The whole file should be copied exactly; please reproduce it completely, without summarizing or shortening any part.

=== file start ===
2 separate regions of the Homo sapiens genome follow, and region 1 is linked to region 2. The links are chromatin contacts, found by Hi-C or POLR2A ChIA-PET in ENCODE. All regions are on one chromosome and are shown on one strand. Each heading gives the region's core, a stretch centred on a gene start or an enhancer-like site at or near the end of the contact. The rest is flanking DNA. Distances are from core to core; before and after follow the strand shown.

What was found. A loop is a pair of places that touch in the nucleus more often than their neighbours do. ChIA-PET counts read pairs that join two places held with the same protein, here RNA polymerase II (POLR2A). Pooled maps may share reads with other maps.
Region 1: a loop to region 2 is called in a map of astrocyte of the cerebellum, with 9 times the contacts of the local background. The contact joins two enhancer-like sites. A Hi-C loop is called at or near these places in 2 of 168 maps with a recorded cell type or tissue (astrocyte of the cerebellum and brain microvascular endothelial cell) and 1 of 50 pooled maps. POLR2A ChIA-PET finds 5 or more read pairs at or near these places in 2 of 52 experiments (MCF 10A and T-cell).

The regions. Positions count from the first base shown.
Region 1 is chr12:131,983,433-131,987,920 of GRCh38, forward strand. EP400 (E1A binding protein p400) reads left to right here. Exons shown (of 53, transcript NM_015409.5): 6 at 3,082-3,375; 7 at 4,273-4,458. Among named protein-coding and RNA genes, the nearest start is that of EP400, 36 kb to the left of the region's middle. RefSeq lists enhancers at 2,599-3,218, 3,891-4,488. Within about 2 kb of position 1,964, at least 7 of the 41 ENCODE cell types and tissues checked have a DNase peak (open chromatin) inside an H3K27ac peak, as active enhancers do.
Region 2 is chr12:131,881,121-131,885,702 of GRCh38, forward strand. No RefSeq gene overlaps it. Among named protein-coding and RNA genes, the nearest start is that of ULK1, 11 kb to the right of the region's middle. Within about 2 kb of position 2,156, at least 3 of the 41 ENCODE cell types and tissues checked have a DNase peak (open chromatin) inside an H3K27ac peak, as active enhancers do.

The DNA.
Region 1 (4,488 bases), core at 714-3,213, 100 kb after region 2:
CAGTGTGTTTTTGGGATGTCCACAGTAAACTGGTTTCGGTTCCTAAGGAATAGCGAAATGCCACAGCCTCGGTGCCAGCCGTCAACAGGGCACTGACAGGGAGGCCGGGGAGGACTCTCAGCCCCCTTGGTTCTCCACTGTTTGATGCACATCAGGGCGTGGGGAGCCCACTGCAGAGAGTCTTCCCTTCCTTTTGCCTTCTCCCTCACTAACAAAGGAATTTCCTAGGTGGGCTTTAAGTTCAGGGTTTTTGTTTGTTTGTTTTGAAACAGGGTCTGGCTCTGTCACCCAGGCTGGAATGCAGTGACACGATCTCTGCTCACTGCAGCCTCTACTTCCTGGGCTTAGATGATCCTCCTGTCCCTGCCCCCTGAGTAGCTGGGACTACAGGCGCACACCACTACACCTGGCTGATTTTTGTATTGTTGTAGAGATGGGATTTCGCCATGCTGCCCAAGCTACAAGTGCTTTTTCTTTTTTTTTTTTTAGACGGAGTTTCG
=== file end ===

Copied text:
2 separate regions of the Homo sapiens genome follow, and region 1 is linked to region 2. The links are chromatin contacts, found by Hi-C or POLR2A ChIA-PET in ENCODE. All regions are on one chromosome and are shown on one strand. Each heading gives the region's core, a stretch centred on a gene start or an enhancer-like site at or near the end of the contact. The rest is flanking DNA. Distances are from core to core; before and after follow the strand shown.

What was found. A loop is a pair of places that touch in the nucleus more often than their neighbours do. ChIA-PET counts read pairs that join two places held with the same protein, here RNA polymerase II (POLR2A). Pooled maps may share reads with other maps.
Region 1: a loop to region 2 is called in a map of astrocyte of the cerebellum, with 9 times the contacts of the local background. The contact joins two enhancer-like sites. A Hi-C loop is called at or near these places in 2 of 168 maps with a recorded cell type or tissue (astrocyte of the cerebellum and brain microvascular endothelial cell) and 1 of 50 pooled maps. POLR2A ChIA-PET finds 5 or more read pairs at or near these places in 2 of 52 experiments (MCF 10A and T-cell).

The regions. Positions count from the first base shown.
Region 1 is chr12:131,983,433-131,987,920 of GRCh38, forward strand. EP400 (E1A binding protein p400) reads left to right here. Exons shown (of 53, transcript NM_015409.5): 6 at 3,082-3,375; 7 at 4,273-4,458. Among named protein-coding and RNA genes, the nearest start is that of EP400, 36 kb to the left of the region's middle. RefSeq lists enhancers at 2,599-3,218, 3,891-4,488. Within about 2 kb of position 1,964, at least 7 of the 41 ENCODE cell types and tissues checked have a DNase peak (open chromatin) inside an H3K27ac peak, as active enhancers do.
Region 2 is chr12:131,881,121-131,885,702 of GRCh38, forward strand. No RefSeq gene overlaps it. Among named protein-coding and RNA genes, the nearest start is that of ULK1, 11 kb to the right of the region's middle. Within about 2 kb of position 2,156, at least 3 of the 41 ENCODE cell types and tissues checked have a DNase peak (open chromatin) inside an H3K27ac peak, as active enhancers do.

The DNA.
Region 1 (4,488 bases), core at 714-3,213, 100 kb after region 2:
CAGTGTGTTTTTGGGATGTCCACAGTAAACTGGTTTCGGTTCCTAAGGAATAGCGAAATGCCACAGCCTCGGTGCCAGCCGTCAACAGGGCACTGACAGGGAGGCCGGGGAGGACTCTCAGCCCCCTTGGTTCTCCACTGTTTGATGCACATCAGGGCGTGGGGAGCCCACTGCAGAGAGTCTTCCCTTCCTTTTGCCTTCTCCCTCACTAACAAAGGAATTTCCTAGGTGGGCTTTAAGTTCAGGGTTTTTGTTTGTTTGTTTTGAAACAGGGTCTGGCTCTGTCACCCAGGCTGGAATGCAGTGACACGATCTCTGCTCACTGCAGCCTCTACTTCCTGGGCTTAGATGATCCTCCTGTCCCTGCCCCCTGAGTAGCTGGGACTACAGGCGCACACCACTACACCTGGCTGATTTTTGTATTGTTGTAGAGATGGGATTTCGCCATGCTGCCCAAGCTACAAGTGCTTTTTCTTTTTTTTTTTTTAGACGGAGTTTCG